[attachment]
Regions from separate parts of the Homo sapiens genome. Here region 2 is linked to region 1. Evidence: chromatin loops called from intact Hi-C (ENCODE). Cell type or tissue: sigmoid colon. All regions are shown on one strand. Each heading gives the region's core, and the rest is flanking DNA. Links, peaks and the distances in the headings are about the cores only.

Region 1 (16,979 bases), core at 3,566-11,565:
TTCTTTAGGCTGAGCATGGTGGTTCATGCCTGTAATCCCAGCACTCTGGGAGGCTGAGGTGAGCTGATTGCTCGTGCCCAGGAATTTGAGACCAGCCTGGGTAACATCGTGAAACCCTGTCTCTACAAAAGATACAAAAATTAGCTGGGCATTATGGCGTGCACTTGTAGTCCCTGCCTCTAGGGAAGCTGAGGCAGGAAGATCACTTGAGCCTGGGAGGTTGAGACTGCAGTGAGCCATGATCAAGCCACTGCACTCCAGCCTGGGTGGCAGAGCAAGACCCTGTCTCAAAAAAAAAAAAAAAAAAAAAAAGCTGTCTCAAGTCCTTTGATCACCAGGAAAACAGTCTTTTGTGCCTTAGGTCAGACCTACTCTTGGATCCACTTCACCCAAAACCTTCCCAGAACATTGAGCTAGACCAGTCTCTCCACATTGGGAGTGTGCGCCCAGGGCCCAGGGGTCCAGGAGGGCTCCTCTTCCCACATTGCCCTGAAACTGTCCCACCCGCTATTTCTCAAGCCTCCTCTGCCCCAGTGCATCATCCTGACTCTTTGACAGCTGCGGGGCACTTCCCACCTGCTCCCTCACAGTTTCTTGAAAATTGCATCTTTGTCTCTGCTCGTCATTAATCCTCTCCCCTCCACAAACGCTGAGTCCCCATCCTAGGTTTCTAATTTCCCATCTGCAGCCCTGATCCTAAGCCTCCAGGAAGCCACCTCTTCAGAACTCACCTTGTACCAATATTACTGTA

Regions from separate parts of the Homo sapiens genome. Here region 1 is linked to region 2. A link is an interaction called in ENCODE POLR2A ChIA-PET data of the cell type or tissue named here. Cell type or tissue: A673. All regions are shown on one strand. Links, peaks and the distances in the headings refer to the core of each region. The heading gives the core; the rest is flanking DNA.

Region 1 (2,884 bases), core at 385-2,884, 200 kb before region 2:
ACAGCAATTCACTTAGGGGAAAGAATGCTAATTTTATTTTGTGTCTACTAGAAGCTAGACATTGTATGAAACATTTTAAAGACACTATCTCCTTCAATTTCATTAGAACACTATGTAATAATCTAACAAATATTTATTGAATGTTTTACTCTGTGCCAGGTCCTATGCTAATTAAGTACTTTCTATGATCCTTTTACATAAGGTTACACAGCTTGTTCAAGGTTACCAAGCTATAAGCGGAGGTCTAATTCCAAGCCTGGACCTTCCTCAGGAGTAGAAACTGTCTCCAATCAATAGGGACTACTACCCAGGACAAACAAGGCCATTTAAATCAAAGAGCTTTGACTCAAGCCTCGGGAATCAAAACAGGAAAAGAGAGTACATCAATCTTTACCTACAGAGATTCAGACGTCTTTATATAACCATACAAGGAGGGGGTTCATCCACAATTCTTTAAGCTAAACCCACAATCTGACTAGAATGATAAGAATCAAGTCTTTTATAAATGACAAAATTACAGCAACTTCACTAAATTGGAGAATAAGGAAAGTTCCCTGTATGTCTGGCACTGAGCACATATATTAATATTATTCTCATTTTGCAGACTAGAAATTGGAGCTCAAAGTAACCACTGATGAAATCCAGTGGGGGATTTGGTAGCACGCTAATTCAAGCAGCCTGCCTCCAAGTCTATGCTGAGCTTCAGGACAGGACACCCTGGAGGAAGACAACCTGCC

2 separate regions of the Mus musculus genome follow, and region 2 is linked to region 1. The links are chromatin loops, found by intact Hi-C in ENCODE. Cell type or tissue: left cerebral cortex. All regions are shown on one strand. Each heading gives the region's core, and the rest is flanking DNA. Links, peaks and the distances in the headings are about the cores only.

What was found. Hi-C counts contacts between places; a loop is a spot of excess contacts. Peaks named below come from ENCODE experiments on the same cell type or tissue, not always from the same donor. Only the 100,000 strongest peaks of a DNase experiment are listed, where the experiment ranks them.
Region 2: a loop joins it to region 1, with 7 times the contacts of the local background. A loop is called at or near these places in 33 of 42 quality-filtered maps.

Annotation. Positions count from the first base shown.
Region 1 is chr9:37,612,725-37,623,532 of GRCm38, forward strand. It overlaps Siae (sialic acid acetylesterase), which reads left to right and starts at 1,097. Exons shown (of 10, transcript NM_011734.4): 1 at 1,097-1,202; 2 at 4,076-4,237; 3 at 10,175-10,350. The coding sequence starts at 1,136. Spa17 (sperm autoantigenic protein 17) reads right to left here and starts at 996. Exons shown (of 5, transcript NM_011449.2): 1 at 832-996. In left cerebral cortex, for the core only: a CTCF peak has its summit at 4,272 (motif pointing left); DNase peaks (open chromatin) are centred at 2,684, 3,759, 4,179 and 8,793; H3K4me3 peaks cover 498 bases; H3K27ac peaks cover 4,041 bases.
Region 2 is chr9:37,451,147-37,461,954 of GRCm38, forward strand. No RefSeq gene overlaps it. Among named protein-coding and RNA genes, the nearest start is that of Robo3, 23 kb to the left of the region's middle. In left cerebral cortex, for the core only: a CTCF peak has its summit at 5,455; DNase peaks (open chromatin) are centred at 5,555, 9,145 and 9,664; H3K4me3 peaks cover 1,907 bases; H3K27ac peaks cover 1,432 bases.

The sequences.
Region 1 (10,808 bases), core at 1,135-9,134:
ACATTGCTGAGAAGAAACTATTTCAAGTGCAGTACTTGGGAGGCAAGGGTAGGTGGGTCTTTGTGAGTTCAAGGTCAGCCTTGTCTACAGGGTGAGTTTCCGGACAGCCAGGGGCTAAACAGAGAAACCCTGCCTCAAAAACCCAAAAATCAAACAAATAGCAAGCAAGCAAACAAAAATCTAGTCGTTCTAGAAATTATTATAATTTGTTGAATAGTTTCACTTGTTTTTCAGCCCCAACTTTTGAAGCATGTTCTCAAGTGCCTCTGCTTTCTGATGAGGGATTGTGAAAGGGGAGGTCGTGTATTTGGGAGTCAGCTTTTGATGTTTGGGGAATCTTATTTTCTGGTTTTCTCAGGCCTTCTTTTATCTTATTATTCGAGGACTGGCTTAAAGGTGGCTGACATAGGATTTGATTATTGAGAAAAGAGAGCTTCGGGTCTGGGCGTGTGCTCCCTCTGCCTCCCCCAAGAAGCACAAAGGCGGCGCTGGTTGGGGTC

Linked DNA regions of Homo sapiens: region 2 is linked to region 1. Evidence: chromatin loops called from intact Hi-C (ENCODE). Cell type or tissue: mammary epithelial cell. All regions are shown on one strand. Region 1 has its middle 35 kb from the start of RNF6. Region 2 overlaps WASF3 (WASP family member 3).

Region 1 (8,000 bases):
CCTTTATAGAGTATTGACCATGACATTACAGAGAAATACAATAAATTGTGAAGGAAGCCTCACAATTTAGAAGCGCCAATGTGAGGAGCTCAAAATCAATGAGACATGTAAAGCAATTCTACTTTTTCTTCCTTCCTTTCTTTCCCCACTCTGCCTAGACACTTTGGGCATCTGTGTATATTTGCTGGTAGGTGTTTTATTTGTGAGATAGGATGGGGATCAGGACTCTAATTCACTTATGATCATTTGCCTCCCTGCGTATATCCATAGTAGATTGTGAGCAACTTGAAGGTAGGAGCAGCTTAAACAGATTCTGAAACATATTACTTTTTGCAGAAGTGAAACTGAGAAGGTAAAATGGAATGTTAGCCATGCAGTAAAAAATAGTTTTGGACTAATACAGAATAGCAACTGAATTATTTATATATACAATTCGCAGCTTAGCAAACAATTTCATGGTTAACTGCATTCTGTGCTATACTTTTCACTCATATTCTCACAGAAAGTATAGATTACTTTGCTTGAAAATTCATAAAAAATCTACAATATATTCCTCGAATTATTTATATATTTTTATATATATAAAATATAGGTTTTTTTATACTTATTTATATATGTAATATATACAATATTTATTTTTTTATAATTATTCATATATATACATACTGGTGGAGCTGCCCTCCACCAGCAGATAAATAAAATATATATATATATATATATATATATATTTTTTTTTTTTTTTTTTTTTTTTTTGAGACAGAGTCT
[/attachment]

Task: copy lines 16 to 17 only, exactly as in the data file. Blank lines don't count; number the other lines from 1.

Linked DNA regions of Homo sapiens: region 2 is linked to region 1. Evidence: chromatin loops called from intact Hi-C (ENCODE). Cell type or tissue: mammary epithelial cell. All regions are shown on one strand. Region 1 has its middle 35 kb from the start of RNF6. Region 2 overlaps WASF3 (WASP family member 3).

Region 1 (8,000 bases):